ACCC Explains What to Know Before Cosigning Student Loans

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American Consumer Credit Counseling provides Florida consumers with what they need to know before they cosign their child’s student loans

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When a parent cosigns their child’s student loan, they become partially responsible for paying off that debt.

Because most students have little or no credit, it is hard for them to obtain a private loan. That’s why they usually need a cosigner. Parents who cosign a loan can help their child secure a loan and, in some cases, help them get a lower interest rate. While obtaining a private loan can be extremely helpful for college-bound students, cosigning them comes with risks that parents need to understand. To help, national nonprofit American Consumer Credit Counseling (ACCC) explains what consumers need to know before cosigning student loans.

“When a parent cosigns their child’s student loan, they become partially responsible for paying off that debt,” said Steve Trumble, President and CEO of American Consumer Credit Counseling. “Parents can put themselves at risk when they cosign because any late payments or delinquency by their child can directly affect their credit score. That’s why it’s so crucial to do research and understand every way you could be impacted before cosigning.”

According to Forbes, Florida is one of the top four states with the highest student loan debt – with 2.2 million borrowers and a balance of $72.8 billion. Although Florida has one of the highest student loan debt balances, the average student loan debt per person is one of the lowest at $24,041, compared to the national average of $29,800.

ACCC explains what to know before cosigning a student loan.

1. It may negatively affect a consumer’s credit score – It is important to note that a late or missed payment on a cosigned loan could hurt a consumer’s credit score. When parents cosign their child’s loan, they agree to potentially take a hit on their credit score for the pending debt.

2. Be prepared to pay – Parents need to make sure that they are financially stable enough to possibly step in and pay if their child misses some – or all – of a payment.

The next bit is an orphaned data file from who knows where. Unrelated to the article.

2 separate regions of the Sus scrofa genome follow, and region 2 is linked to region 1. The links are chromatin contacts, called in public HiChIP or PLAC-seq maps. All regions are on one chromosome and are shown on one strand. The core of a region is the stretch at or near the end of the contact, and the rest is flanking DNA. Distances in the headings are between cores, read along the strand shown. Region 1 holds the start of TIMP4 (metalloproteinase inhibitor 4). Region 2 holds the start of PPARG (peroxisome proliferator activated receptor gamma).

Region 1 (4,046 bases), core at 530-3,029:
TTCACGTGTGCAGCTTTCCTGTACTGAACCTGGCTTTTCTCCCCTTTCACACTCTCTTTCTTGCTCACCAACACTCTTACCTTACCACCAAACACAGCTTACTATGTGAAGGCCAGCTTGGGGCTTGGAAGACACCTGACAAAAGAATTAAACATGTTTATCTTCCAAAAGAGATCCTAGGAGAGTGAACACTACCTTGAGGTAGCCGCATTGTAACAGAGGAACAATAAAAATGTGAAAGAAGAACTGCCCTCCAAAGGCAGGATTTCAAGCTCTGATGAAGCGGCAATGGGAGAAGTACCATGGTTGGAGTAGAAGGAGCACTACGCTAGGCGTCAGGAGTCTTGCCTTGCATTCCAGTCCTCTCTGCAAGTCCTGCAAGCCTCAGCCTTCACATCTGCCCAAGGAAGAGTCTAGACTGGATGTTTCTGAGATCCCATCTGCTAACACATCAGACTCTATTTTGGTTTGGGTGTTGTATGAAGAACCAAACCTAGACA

3. Talking with a financial professional could help – Consumers should speak with a professional to find out the impact on their finances if they have to step in and pay the loan.

4. Consumers’ loan requests will be affected – The child’s student loan will not only appear on their credit report, but it will appear on the parents’ who is cosigning as well. When they apply for their own loan, if they are buying a house, for example, the student loan will be something that lenders take into consideration.

5. It may change the dynamic between a parent and their child – When parents cosign for their child, it will naturally lead to tough conversations. Parents should make sure they can communicate with their child about key financial topics without allowing feelings to get in the way.

6. There may be other options – Cosigning is not the only way parents can help their child financially. There are alternatives, such as assisting them to build credit by developing a savings plan.

ACCC is a 501(c)3 organization that provides free credit counseling, bankruptcy counseling, and housing counseling to consumers nationwide in need of financial literacy education and money management. For more information, contact ACCC:

  • For credit counseling and student loan counseling, call 800-769-3571
  • For bankruptcy counseling, call 866-826-6924
  • For housing counseling, call 866-826-7180
  • Or visit us online at http://www.ConsumerCredit.com

About American Consumer Credit Counseling
American Consumer Credit Counseling (ACCC) is a nonprofit credit counseling 501(c)(3) organization dedicated to empowering consumers to achieve financial management through credit counseling, debt management, bankruptcy counseling, housing counseling, student loan counseling and financial education concerning debt solutions. To help consumers reach their goal of debt relief, ACCC provides a range of free consumer personal finance resources on a variety of topics including budgeting, credit and debt management, student loan assistance, youth and money, homeownership, identity theft, senior living, and retirement. Consumers can use ACCC’s worksheets, videos, calculators, and blog articles to make the best possible decisions regarding their financial future. ACCC holds an A+ rating with the Better Business Bureau and is a member of the National Foundation for Credit Counseling® (NFCC®). For more information or to access free financial education resources, log on to ConsumerCredit.com or visit http://www.consumercredit.com/financial-education.aspx

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Marissa Sullivan
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